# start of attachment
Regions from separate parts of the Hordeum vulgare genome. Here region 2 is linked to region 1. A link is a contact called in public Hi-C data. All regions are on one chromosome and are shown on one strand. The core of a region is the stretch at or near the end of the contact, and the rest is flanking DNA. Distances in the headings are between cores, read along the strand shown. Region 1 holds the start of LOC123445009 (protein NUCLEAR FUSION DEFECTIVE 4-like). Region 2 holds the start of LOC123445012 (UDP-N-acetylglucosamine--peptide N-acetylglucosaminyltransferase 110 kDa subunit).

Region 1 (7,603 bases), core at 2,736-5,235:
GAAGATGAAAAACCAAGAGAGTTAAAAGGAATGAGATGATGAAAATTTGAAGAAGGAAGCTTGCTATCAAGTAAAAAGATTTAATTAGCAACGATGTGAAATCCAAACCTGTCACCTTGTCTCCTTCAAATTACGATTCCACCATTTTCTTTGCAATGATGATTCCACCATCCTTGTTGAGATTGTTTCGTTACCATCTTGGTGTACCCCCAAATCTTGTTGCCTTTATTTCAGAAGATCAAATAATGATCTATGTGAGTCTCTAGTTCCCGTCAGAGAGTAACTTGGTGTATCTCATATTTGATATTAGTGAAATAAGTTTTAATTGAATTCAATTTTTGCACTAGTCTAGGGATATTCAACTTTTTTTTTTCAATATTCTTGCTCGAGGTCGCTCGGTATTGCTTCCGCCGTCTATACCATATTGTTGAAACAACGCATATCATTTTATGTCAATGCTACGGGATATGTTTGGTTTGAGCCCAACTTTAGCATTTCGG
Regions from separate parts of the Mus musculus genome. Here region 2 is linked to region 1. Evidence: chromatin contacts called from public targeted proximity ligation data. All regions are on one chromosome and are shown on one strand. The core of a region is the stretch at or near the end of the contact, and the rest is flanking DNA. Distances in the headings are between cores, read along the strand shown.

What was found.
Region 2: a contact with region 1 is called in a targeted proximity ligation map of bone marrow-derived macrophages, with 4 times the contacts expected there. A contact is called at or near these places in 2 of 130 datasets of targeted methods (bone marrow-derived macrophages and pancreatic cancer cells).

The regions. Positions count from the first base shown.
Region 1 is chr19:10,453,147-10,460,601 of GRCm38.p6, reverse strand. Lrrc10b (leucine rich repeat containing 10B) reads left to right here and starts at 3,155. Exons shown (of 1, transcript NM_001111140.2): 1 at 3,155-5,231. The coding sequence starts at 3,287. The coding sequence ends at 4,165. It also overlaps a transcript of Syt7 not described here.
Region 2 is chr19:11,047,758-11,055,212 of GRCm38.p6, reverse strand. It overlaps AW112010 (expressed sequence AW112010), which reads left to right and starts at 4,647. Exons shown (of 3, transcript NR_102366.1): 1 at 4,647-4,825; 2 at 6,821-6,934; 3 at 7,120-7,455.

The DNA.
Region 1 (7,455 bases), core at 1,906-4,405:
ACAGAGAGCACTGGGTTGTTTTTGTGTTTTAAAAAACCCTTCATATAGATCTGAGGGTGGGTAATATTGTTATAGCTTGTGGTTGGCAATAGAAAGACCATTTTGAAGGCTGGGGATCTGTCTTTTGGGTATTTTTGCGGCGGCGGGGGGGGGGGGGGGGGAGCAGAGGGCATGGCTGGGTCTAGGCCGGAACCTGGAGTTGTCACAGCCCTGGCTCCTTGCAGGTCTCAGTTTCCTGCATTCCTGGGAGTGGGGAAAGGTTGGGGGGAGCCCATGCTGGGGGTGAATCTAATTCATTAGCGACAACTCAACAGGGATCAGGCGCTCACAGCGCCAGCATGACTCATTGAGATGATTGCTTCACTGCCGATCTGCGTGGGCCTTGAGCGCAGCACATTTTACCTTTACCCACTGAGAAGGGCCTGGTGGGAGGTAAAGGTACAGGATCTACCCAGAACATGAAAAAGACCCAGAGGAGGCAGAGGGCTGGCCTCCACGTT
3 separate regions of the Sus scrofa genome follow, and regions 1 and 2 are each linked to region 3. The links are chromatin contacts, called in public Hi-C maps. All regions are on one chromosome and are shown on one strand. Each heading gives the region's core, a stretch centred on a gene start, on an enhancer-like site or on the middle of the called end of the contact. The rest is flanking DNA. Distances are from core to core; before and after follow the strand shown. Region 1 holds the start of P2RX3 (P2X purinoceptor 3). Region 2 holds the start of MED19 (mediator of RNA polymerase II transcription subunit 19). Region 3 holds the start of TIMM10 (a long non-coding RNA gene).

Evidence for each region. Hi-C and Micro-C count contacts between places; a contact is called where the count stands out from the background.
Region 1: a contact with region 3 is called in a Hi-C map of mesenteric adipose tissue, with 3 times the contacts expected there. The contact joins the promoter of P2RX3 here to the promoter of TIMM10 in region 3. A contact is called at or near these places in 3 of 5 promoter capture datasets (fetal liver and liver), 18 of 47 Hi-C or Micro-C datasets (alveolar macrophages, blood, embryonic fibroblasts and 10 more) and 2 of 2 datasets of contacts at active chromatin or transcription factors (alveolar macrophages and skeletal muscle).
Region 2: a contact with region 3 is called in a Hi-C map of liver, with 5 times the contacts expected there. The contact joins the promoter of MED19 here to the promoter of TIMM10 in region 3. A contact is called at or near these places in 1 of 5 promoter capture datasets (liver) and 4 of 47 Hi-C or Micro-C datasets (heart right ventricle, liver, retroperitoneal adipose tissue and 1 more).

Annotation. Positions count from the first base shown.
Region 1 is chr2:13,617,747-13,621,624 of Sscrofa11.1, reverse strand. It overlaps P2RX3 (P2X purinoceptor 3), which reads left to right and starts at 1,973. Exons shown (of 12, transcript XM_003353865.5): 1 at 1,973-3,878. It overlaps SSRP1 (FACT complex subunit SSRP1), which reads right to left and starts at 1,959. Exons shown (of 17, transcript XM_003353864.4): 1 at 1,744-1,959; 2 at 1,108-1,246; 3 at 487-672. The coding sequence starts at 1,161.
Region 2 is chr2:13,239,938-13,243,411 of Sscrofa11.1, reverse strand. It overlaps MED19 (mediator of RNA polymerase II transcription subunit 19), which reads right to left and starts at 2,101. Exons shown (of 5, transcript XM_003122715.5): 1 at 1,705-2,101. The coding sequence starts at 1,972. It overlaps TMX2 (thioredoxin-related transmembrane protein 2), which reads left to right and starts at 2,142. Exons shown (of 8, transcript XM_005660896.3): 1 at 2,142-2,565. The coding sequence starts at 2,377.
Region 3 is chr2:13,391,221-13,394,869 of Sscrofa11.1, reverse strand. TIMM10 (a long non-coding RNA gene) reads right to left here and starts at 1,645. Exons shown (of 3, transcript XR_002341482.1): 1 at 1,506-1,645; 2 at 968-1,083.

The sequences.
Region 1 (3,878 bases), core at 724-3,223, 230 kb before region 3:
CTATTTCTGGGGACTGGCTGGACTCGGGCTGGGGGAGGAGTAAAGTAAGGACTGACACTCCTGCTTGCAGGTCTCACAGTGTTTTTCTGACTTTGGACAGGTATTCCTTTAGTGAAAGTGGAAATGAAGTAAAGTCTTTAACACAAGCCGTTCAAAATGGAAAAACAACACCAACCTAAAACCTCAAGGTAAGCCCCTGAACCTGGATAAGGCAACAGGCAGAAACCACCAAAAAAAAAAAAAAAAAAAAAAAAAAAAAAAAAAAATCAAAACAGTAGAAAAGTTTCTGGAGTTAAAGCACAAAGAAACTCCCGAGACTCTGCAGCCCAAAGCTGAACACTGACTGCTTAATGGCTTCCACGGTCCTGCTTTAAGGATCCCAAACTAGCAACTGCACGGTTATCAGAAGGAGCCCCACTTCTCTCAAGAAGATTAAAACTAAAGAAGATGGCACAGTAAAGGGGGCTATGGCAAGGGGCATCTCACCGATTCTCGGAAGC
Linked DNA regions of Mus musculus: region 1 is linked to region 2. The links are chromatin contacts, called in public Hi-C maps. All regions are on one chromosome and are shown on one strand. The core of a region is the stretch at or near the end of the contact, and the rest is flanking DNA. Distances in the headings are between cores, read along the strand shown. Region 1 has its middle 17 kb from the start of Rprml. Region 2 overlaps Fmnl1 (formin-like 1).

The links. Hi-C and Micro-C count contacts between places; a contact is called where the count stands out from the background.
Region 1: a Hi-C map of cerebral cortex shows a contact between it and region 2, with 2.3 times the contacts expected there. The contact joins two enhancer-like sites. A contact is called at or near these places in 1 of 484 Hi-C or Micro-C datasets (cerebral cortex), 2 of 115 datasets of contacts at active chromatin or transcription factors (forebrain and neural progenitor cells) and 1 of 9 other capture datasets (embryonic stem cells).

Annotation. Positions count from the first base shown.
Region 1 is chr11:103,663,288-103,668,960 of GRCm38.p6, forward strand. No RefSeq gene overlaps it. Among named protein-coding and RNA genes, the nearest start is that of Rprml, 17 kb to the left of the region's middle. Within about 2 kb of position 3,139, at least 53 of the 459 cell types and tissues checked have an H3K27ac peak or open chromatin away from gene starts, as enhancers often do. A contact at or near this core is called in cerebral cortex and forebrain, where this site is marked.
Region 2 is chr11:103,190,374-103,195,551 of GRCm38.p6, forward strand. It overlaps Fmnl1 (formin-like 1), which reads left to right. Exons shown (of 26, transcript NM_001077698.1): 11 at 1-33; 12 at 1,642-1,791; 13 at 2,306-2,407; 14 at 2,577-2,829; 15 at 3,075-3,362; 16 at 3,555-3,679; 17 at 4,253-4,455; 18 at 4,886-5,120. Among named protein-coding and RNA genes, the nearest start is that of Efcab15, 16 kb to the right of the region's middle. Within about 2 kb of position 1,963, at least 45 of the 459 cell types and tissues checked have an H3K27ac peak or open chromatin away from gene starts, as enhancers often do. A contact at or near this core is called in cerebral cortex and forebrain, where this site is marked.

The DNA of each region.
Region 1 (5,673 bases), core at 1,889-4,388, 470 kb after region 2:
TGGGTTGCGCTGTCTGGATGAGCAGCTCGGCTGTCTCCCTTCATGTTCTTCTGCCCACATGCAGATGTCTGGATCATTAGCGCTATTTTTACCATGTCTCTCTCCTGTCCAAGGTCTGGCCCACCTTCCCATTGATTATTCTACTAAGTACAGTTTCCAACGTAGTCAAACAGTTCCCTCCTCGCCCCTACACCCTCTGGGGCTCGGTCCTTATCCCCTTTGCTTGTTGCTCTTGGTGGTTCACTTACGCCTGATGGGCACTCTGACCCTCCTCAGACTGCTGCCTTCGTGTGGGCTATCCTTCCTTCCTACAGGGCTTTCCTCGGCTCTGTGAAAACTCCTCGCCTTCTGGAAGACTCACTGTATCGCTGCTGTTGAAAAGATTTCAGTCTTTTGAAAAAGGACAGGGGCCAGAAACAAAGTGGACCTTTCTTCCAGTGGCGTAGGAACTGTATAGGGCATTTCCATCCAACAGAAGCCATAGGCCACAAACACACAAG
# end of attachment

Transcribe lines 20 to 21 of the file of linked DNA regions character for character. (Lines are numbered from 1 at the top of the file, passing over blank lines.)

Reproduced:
Region 3 is chr2:13,391,221-13,394,869 of Sscrofa11.1, reverse strand. TIMM10 (a long non-coding RNA gene) reads right to left here and starts at 1,645. Exons shown (of 3, transcript XR_002341482.1): 1 at 1,506-1,645; 2 at 968-1,083.

The sequences.